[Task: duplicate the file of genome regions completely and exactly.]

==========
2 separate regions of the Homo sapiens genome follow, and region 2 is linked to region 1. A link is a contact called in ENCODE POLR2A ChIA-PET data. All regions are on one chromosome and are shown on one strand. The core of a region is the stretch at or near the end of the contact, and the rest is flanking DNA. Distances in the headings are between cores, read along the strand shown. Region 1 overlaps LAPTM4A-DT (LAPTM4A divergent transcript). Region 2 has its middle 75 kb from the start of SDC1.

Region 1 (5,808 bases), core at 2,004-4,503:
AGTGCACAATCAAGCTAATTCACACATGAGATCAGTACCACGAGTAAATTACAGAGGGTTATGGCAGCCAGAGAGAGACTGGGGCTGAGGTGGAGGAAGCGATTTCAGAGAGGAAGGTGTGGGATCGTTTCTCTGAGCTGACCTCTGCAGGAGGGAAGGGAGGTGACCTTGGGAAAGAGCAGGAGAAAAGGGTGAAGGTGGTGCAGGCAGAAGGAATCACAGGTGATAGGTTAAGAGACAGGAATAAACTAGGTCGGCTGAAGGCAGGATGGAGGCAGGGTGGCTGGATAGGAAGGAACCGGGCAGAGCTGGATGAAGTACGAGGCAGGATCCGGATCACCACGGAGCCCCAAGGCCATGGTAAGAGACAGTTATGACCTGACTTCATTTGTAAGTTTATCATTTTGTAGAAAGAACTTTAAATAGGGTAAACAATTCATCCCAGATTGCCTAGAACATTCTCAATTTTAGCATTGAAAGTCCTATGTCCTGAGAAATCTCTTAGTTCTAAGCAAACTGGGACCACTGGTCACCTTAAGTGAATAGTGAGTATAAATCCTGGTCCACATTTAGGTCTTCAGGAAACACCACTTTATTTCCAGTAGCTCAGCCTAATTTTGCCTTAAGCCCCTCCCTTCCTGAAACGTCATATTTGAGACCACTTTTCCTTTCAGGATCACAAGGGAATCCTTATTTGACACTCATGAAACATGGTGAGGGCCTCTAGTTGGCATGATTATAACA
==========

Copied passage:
2 separate regions of the Homo sapiens genome follow, and region 2 is linked to region 1. A link is a contact called in ENCODE POLR2A ChIA-PET data. All regions are on one chromosome and are shown on one strand. The core of a region is the stretch at or near the end of the contact, and the rest is flanking DNA. Distances in the headings are between cores, read along the strand shown. Region 1 overlaps LAPTM4A-DT (LAPTM4A divergent transcript). Region 2 has its middle 75 kb from the start of SDC1.

Region 1 (5,808 bases), core at 2,004-4,503:
AGTGCACAATCAAGCTAATTCACACATGAGATCAGTACCACGAGTAAATTACAGAGGGTTATGGCAGCCAGAGAGAGACTGGGGCTGAGGTGGAGGAAGCGATTTCAGAGAGGAAGGTGTGGGATCGTTTCTCTGAGCTGACCTCTGCAGGAGGGAAGGGAGGTGACCTTGGGAAAGAGCAGGAGAAAAGGGTGAAGGTGGTGCAGGCAGAAGGAATCACAGGTGATAGGTTAAGAGACAGGAATAAACTAGGTCGGCTGAAGGCAGGATGGAGGCAGGGTGGCTGGATAGGAAGGAACCGGGCAGAGCTGGATGAAGTACGAGGCAGGATCCGGATCACCACGGAGCCCCAAGGCCATGGTAAGAGACAGTTATGACCTGACTTCATTTGTAAGTTTATCATTTTGTAGAAAGAACTTTAAATAGGGTAAACAATTCATCCCAGATTGCCTAGAACATTCTCAATTTTAGCATTGAAAGTCCTATGTCCTGAGAAATCTCTTAGTTCTAAGCAAACTGGGACCACTGGTCACCTTAAGTGAATAGTGAGTATAAATCCTGGTCCACATTTAGGTCTTCAGGAAACACCACTTTATTTCCAGTAGCTCAGCCTAATTTTGCCTTAAGCCCCTCCCTTCCTGAAACGTCATATTTGAGACCACTTTTCCTTTCAGGATCACAAGGGAATCCTTATTTGACACTCATGAAACATGGTGAGGGCCTCTAGTTGGCATGATTATAACA